A Spanish-American War memorial flagpole is also in the center mall at Northern Blvd. and Main Street in Flushing.
By the way, Graham Square in a March wind feels like the Ultima Thule of NYC.
Classic Ionic columns and pilasters (half columns attached to a building front) punctuate this 1912 design by Albert Davis. It’s called the North Side building because Manhattan and the Bronx once formed New York County, and this was north of downtown Manhattan.
A long-ago office building on East 134th near 3rd Avenue with an arched entrance and windows on the second floor uses yellow-colored bricks more commonly seen in western Queens (Astoria, Ridgewood, Glendale). They may come from the Kreischer brick works in Staten Island, which produced tons of light brown to yellow bricks in the early 20th Century. The original owner, P.M. Ohmeis, is bricked at the roofline. Peter Ohmeis was a beer distributing firm between 1880 and 1906, dealing with Schlitz exclusively.
These little architectural gems are the minuscule repositories of NYC history. The giant Mott ironworks was just across 3rd Avenue from here.
An art gallery up here? You bet. It’s an adjunct to the Bruckner Bar and Grill, #1 Bruckner Boulevard at Third Avenue. In March ’13 I had been hoping to steer the ForgottenTour crowd in here for the post game show, as we’re wont to do, but I found that the place was padlocked after the whole interior had been ruined after being submerged by Hurricane Sandy in October 2012.
Reopening the Bruckner was stalled by ongoing repairs and a management dispute, but it was scheduled to reopen in October ’13 under new ownership.
Besides its giant metalworks, Mott Haven gained the reputation in the early 20th Century as NYC’s piano manufacturing capital (despite was the Steinways said about that across the East River in Astoria). The South Bronx was indeed known as “The Piano Capital of the United States” prior to World War I.
For me the most impressive of the old piano works is Estey Piano, with its clock tower at Bruckner Boulevard and Lincoln Avenue.
The Estey Piano & Organ Company was one of the most important players in the late 19th and early 20th Century Piano & Organ manufacturing business. Established in 1846, Estey was one of the few American manufacturers to survive over a century. For decades, Estey manufactured several lines of upright pianos, player pianos and grand pianos. Estey instruments are known far and wide as being exceptionally well made, durable instrument, and they are well worth restoration and preservation today. Production under the Estey name was discontinued sometime in the 1970s. The Antique Piano Shop
Many other piano factories, the Bollermann-Kroger, Haines-Kroger and Krakauer Piano and other, still stand proudly on Bruckner Boulevard and surrounding side streets. It’s time for the Landmarks Preservation Commission to give these great buildings their imprimatur.
As ForgottenFans might guess from reading this thing for 15 years, I’m very big on stolid brick architecture, but of a certain type, with a certain flair. I especially enjoy factory buildings, with their big brick facades, and appreciate them even more when they’re turned residential. For years I lusted after an apartment in a converted pipe factory complex in Woodhaven across from Forest Park. I moved into a complex of brick buildings surrounding an inner courtyard in Little Neck in 2007 and it’s been like heaven. (The complex, I mean. Little Neck has gone downhill in a handcart lately, with the closing of the Scobee Diner and other neighborhood anchors).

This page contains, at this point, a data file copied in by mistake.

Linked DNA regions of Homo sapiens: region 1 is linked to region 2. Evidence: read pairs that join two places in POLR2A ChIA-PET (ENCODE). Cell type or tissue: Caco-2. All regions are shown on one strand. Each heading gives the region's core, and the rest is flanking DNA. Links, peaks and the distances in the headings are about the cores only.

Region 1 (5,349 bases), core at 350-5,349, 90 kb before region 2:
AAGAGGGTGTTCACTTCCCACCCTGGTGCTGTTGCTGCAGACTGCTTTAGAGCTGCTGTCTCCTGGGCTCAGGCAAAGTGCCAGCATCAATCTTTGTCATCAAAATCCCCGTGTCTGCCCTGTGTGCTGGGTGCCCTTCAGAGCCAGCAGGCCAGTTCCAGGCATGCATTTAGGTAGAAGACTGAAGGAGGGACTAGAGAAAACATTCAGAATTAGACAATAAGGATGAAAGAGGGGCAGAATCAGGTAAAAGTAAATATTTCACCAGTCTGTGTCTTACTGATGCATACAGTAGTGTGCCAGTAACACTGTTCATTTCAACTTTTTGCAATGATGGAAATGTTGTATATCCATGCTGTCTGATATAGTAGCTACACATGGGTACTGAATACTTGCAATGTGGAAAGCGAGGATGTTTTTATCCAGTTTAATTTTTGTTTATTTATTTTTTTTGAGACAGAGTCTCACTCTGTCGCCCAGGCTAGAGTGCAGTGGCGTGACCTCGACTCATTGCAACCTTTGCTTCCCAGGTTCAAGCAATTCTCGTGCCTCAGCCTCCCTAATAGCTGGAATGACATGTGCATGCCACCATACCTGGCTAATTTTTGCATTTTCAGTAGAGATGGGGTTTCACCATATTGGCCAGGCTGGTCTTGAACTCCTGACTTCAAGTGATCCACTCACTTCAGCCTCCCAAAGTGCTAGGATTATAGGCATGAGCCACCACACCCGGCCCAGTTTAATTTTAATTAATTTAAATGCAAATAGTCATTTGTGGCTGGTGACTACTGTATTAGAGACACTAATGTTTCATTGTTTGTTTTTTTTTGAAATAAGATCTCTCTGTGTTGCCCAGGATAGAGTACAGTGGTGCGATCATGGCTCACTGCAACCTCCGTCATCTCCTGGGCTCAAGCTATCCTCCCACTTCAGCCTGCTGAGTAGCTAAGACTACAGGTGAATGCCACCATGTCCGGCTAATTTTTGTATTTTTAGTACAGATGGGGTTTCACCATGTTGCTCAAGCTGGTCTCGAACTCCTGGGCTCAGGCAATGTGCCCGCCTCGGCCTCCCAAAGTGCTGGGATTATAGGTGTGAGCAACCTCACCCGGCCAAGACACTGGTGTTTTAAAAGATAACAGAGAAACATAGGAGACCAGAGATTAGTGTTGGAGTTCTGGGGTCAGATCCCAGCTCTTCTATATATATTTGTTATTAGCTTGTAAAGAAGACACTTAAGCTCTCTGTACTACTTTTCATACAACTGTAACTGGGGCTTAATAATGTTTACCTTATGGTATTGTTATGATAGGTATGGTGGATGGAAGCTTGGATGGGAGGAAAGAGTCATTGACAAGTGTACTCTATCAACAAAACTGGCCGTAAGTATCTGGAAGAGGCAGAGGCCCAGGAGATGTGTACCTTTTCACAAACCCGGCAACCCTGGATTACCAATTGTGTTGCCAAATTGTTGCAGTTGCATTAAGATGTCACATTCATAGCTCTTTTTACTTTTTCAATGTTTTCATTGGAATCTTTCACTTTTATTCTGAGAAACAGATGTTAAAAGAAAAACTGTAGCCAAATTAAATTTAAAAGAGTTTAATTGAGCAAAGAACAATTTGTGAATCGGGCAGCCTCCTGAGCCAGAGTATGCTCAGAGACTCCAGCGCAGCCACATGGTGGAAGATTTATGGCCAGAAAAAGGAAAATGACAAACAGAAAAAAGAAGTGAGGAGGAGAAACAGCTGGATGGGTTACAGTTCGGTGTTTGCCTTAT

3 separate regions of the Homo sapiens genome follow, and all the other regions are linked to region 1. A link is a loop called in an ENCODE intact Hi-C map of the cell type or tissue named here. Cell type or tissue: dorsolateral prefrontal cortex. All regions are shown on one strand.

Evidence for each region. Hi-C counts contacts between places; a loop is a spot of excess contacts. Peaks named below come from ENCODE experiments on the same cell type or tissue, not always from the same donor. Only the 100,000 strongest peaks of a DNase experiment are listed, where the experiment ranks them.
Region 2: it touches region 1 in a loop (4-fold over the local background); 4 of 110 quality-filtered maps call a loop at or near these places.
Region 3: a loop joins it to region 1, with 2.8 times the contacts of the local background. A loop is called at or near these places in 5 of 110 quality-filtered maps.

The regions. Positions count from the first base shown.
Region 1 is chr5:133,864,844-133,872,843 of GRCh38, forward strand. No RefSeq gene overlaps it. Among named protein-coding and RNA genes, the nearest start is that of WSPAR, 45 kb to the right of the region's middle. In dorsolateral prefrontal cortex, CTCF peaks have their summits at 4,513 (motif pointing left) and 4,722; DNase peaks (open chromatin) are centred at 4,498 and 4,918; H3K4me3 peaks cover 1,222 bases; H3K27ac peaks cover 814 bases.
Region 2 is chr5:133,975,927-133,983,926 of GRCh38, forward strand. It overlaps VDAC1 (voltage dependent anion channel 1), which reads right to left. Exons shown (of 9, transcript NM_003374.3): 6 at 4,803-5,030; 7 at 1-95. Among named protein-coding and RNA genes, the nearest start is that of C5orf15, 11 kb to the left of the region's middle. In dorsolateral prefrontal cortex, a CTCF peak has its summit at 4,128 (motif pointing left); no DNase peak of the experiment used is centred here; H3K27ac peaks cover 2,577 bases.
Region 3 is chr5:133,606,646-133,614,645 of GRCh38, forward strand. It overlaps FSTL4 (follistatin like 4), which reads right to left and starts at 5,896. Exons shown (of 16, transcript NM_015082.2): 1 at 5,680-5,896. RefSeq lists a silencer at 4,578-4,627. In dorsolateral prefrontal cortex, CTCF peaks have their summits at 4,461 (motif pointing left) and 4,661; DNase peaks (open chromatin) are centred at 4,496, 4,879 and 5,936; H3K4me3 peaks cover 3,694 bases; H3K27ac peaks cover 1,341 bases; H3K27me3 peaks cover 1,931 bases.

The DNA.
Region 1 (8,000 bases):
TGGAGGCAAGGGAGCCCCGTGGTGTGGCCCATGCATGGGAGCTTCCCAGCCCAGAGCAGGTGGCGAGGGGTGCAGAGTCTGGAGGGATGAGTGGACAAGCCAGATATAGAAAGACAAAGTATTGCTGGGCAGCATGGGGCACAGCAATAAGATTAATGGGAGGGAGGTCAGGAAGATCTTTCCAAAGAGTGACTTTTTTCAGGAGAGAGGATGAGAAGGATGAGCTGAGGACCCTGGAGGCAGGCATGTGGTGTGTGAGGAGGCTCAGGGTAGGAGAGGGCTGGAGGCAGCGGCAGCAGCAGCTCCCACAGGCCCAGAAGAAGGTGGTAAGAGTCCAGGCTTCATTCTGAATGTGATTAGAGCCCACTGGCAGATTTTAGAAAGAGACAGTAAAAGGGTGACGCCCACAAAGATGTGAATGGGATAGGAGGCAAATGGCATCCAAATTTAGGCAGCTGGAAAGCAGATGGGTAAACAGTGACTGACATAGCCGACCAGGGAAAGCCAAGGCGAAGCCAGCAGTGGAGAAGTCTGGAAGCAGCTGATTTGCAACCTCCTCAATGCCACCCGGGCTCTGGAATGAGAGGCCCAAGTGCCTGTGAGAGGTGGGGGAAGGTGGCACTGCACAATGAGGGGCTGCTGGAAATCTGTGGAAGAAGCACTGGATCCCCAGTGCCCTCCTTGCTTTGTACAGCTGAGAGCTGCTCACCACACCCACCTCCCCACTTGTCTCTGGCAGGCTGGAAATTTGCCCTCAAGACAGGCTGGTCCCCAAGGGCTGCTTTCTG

But I stray from the subject at hand. This is actually a school building:
After opening in the late 1800s, Alexander Avenue became known as Doctors Row and “Irish Fifth Avenue.”
The congregation of St. Jerome’s Roman Catholic Church was founded in 1869, and two years later, the present school was erected. This school building was designed in the Victorian Gothic style with two low towers and pointed arch windows. The central triple doorway has handsome stone arches with pointed drip moldings above. The windows at the tops of the towers, with quatrefoils (shaped like 4-leaf clovers) set in pointed arches, reflect the character of the doorway without being identical to it. Along 137th Street, the long side has paired arched windows.
Budgetary problems with the Catholic Diocese forced the school’s closure in June 2013.
I like this shot of St. Jerome’s Church, at Alexander Avenue and East 138th, because the church and its tower seem to be rebuking the presence of the fiercely clouded March sky.
“In 1898, the congregation at St. Jerome’s built the Church which now stands on the corner of Alexander Avenue and 138th Street. The Church was designed by Dehli & Howard in the style of the Italian Renaissance with features reminiscent of Hispanic antecedents. Although the then primarily Irish congregation could not have possibly foreseen it, the present congregation Is largely Spanish speaking, making the style of architecture particularly appropriate.
Of the two towers, which flank the pedimented center section, the corner tower is appropriately higher and more elaborate. It is surmounted by an octagonal belfry with Tuscan columns and is crowned by bold entablature blocks that, in turn, support an octagonal dome with a delicately detailed lantern. Between the two towers an enormous arched window.”
The church’s beloved longtime pastor until 2008, Rev. John Grange, a longtime supporter of the neighborhood’s immigrants, passed away in October 2013.
The NYPD 40th Precinct Building at the SE corner of Alexander Avenue and East 138th was designed by architect Thomas O’Brien in 1924 and inspired by a 16th Century Italian palazzo, brick with limestone quoins (corner interlocking slabs) on rusticated limestone base. It features a Mott Haven historic plaque, and the day I was there waiting for tourgoers to show up, a steady stream of perps being brought in for processing.